National: The 130-Year-Old Law That Could Determine Our Next President | Edward Foley/Politico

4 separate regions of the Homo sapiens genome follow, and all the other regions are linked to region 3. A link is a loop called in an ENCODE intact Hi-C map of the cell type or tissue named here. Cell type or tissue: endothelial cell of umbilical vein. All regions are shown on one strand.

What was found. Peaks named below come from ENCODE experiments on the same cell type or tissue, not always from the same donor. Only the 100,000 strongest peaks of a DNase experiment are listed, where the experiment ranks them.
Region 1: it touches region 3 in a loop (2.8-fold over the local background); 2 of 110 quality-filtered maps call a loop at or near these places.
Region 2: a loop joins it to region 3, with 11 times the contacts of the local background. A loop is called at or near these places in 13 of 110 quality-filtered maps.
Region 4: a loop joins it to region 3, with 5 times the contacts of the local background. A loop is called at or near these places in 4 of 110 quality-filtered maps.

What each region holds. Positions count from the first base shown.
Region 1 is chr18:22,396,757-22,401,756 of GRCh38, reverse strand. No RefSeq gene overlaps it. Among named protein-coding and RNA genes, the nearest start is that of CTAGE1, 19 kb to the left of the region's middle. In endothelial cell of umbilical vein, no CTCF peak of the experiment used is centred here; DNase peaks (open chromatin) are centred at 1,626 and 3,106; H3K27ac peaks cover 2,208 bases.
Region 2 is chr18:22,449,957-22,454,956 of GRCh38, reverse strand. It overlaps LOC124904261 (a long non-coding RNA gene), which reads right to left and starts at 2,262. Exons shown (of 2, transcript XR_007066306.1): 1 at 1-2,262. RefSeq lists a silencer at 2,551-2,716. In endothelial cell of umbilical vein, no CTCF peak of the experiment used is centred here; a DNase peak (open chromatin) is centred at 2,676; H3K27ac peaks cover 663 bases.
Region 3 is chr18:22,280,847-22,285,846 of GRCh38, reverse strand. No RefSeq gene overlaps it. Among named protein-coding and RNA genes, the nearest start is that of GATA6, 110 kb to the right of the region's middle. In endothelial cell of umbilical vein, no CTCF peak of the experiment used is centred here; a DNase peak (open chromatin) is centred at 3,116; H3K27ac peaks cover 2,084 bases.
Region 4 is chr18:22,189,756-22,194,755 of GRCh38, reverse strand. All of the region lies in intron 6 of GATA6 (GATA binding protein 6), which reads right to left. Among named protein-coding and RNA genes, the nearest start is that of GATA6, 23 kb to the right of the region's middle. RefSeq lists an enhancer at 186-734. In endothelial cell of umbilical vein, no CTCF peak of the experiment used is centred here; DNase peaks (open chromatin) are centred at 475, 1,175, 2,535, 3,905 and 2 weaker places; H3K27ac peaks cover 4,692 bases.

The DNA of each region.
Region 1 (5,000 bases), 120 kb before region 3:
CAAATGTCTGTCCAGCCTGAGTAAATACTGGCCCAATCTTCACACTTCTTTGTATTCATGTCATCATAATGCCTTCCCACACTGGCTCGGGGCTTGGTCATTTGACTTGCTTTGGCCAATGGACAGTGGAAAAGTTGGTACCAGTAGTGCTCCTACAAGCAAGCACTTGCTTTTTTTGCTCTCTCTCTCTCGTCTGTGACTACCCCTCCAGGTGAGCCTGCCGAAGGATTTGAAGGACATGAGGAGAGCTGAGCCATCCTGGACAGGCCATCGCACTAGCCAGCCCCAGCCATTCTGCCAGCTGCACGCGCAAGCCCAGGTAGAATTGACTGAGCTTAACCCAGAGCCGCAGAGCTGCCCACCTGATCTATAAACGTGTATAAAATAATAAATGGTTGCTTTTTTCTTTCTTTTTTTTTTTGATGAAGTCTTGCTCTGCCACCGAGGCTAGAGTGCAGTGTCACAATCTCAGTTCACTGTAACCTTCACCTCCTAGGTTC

Political junkies and history buffs have spent weeks dreaming about the unlikeliest possible scenarios that could determine the 2016 election: contested conventions, third-party bids, a cross-party ticket. But here’s one prospect they probably haven’t thought of: There’s a legally sound scenario in which John Kasich could single-handedly pick the next U.S. president. And it’s all thanks to a federal law that’s been on the books since 1887. It’s a far-fetched outcome, to be sure, but here’s how that could happen—and why Congress should consider revising that 130-year-old law. It starts with a serious ballot dispute in November, something like the contested results in Florida during the 2000 election—the odds of which aren’t trivial. Setting aside the very real prospect of a Hillary Clinton-Donald Trump nail-biter, the risk of a recount and related litigation is higher than it was in the past, thanks to a greater number of absentee and provisional ballots, which often get counted after Election Day. In this situation, the Supreme Court could step in to resolve the dispute. But the odds of that happening have probably decreased due to the vociferous criticism of the Bush v. Gore decision. Not to mention that in the wake of Justice Antonin Scalia’s death, there could still be only eight sitting justices in November; that also makes it more likely the court will stay out of the matter this time.